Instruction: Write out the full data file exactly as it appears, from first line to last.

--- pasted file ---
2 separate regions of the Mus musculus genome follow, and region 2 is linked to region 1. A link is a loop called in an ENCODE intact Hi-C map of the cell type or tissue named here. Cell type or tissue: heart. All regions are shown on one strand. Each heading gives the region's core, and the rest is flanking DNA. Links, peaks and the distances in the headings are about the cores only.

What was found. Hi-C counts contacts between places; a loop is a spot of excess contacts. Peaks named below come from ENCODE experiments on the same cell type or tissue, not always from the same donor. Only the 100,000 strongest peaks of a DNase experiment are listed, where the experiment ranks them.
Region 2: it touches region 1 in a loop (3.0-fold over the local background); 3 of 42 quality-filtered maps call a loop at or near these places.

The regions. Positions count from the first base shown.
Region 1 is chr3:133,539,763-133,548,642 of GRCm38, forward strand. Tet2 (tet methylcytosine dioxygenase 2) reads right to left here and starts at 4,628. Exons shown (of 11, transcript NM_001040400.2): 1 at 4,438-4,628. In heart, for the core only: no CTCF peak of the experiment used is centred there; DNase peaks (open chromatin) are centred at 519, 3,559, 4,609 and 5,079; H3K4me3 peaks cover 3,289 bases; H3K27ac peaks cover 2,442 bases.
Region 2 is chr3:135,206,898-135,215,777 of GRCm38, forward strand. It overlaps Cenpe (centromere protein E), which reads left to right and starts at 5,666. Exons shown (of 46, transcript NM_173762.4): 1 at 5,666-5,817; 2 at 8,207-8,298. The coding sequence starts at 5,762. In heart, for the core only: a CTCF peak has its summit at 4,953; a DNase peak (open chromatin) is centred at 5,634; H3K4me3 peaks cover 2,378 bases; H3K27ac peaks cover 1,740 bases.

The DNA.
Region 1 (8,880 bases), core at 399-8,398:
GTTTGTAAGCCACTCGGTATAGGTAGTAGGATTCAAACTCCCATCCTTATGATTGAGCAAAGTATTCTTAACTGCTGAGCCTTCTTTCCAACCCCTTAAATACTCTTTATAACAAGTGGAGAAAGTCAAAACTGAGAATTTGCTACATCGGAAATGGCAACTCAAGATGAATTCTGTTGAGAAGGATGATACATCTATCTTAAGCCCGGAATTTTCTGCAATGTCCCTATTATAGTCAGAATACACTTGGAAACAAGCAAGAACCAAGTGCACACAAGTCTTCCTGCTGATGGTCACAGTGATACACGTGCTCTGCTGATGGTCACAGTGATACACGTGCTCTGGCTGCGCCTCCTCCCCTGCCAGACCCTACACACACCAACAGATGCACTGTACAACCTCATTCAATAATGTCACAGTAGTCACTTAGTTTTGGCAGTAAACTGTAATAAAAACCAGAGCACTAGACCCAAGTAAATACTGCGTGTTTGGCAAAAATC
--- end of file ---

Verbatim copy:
2 separate regions of the Mus musculus genome follow, and region 2 is linked to region 1. A link is a loop called in an ENCODE intact Hi-C map of the cell type or tissue named here. Cell type or tissue: heart. All regions are shown on one strand. Each heading gives the region's core, and the rest is flanking DNA. Links, peaks and the distances in the headings are about the cores only.

What was found. Hi-C counts contacts between places; a loop is a spot of excess contacts. Peaks named below come from ENCODE experiments on the same cell type or tissue, not always from the same donor. Only the 100,000 strongest peaks of a DNase experiment are listed, where the experiment ranks them.
Region 2: it touches region 1 in a loop (3.0-fold over the local background); 3 of 42 quality-filtered maps call a loop at or near these places.

The regions. Positions count from the first base shown.
Region 1 is chr3:133,539,763-133,548,642 of GRCm38, forward strand. Tet2 (tet methylcytosine dioxygenase 2) reads right to left here and starts at 4,628. Exons shown (of 11, transcript NM_001040400.2): 1 at 4,438-4,628. In heart, for the core only: no CTCF peak of the experiment used is centred there; DNase peaks (open chromatin) are centred at 519, 3,559, 4,609 and 5,079; H3K4me3 peaks cover 3,289 bases; H3K27ac peaks cover 2,442 bases.
Region 2 is chr3:135,206,898-135,215,777 of GRCm38, forward strand. It overlaps Cenpe (centromere protein E), which reads left to right and starts at 5,666. Exons shown (of 46, transcript NM_173762.4): 1 at 5,666-5,817; 2 at 8,207-8,298. The coding sequence starts at 5,762. In heart, for the core only: a CTCF peak has its summit at 4,953; a DNase peak (open chromatin) is centred at 5,634; H3K4me3 peaks cover 2,378 bases; H3K27ac peaks cover 1,740 bases.

The DNA.
Region 1 (8,880 bases), core at 399-8,398:
GTTTGTAAGCCACTCGGTATAGGTAGTAGGATTCAAACTCCCATCCTTATGATTGAGCAAAGTATTCTTAACTGCTGAGCCTTCTTTCCAACCCCTTAAATACTCTTTATAACAAGTGGAGAAAGTCAAAACTGAGAATTTGCTACATCGGAAATGGCAACTCAAGATGAATTCTGTTGAGAAGGATGATACATCTATCTTAAGCCCGGAATTTTCTGCAATGTCCCTATTATAGTCAGAATACACTTGGAAACAAGCAAGAACCAAGTGCACACAAGTCTTCCTGCTGATGGTCACAGTGATACACGTGCTCTGCTGATGGTCACAGTGATACACGTGCTCTGGCTGCGCCTCCTCCCCTGCCAGACCCTACACACACCAACAGATGCACTGTACAACCTCATTCAATAATGTCACAGTAGTCACTTAGTTTTGGCAGTAAACTGTAATAAAAACCAGAGCACTAGACCCAAGTAAATACTGCGTGTTTGGCAAAAATC